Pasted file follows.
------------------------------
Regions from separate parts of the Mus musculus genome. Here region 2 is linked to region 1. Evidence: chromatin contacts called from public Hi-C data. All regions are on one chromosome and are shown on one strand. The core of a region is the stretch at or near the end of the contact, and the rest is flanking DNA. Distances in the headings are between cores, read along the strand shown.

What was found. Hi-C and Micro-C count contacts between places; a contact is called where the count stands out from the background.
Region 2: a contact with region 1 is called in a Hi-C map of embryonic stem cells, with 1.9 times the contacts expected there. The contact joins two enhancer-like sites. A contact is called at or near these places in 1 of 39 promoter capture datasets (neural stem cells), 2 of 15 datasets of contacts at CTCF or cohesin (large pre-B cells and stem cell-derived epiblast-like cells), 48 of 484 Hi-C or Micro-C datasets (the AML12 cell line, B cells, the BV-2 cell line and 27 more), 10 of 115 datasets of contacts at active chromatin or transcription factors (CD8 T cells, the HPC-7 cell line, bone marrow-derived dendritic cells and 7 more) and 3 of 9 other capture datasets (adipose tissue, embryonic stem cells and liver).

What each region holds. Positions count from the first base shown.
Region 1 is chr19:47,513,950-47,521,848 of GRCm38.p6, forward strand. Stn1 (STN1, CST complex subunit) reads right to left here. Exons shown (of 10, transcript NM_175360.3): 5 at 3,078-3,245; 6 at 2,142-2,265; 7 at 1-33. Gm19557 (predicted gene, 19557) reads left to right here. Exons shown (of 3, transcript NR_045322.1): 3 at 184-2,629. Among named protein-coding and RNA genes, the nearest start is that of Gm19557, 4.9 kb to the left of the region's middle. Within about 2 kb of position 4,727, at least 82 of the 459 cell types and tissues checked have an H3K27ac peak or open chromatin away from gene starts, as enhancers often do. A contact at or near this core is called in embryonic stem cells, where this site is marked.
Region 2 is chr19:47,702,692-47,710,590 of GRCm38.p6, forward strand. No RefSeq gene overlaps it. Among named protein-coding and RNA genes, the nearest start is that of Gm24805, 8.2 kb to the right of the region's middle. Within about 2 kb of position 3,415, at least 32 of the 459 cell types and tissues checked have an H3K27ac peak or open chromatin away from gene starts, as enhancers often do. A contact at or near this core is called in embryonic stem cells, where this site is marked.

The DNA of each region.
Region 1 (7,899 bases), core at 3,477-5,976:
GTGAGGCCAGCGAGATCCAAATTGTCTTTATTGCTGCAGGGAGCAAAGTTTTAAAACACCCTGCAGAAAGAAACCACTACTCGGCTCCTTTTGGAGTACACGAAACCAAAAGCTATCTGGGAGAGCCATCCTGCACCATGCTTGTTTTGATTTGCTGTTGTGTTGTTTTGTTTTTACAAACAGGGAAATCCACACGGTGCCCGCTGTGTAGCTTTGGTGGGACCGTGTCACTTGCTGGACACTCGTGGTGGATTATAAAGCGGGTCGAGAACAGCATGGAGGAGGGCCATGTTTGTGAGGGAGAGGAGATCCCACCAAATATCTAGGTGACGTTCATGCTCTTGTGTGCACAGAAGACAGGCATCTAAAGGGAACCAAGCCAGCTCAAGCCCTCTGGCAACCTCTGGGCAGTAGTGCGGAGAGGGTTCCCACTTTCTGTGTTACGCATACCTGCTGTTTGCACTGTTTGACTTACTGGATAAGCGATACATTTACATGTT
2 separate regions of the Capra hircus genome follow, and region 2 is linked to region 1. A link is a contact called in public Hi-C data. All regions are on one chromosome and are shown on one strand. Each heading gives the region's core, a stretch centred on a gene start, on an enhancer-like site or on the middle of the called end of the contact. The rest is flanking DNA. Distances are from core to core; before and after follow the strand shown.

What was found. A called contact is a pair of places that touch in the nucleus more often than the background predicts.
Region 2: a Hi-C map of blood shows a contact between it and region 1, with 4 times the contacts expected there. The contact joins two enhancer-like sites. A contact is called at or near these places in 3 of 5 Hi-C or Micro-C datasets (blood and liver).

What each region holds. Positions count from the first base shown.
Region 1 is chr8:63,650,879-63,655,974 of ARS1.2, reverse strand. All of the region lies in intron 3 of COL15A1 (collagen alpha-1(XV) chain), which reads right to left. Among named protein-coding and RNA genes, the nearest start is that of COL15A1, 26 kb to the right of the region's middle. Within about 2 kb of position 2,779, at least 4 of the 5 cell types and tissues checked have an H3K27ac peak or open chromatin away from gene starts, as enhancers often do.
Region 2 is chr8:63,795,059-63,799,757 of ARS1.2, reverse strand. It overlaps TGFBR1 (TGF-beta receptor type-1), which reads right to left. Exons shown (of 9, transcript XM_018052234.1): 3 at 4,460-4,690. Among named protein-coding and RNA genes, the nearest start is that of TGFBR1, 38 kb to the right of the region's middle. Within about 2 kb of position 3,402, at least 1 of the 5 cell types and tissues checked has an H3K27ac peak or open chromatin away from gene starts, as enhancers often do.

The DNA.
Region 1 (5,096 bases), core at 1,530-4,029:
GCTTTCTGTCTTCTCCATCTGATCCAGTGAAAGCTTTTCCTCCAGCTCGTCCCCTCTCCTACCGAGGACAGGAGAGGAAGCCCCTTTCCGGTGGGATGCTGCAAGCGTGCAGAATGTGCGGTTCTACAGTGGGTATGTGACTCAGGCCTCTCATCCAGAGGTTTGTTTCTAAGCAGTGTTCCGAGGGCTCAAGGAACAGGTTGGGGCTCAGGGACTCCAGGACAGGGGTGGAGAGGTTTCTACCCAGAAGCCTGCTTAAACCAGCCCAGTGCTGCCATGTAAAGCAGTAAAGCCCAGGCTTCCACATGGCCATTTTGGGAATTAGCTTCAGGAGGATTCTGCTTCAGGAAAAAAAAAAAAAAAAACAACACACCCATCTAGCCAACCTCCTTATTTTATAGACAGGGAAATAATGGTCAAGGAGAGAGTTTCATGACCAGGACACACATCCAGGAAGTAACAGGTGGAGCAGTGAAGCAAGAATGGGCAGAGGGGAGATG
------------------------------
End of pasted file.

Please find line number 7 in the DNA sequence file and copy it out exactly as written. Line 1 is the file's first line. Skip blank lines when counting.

The DNA of each region.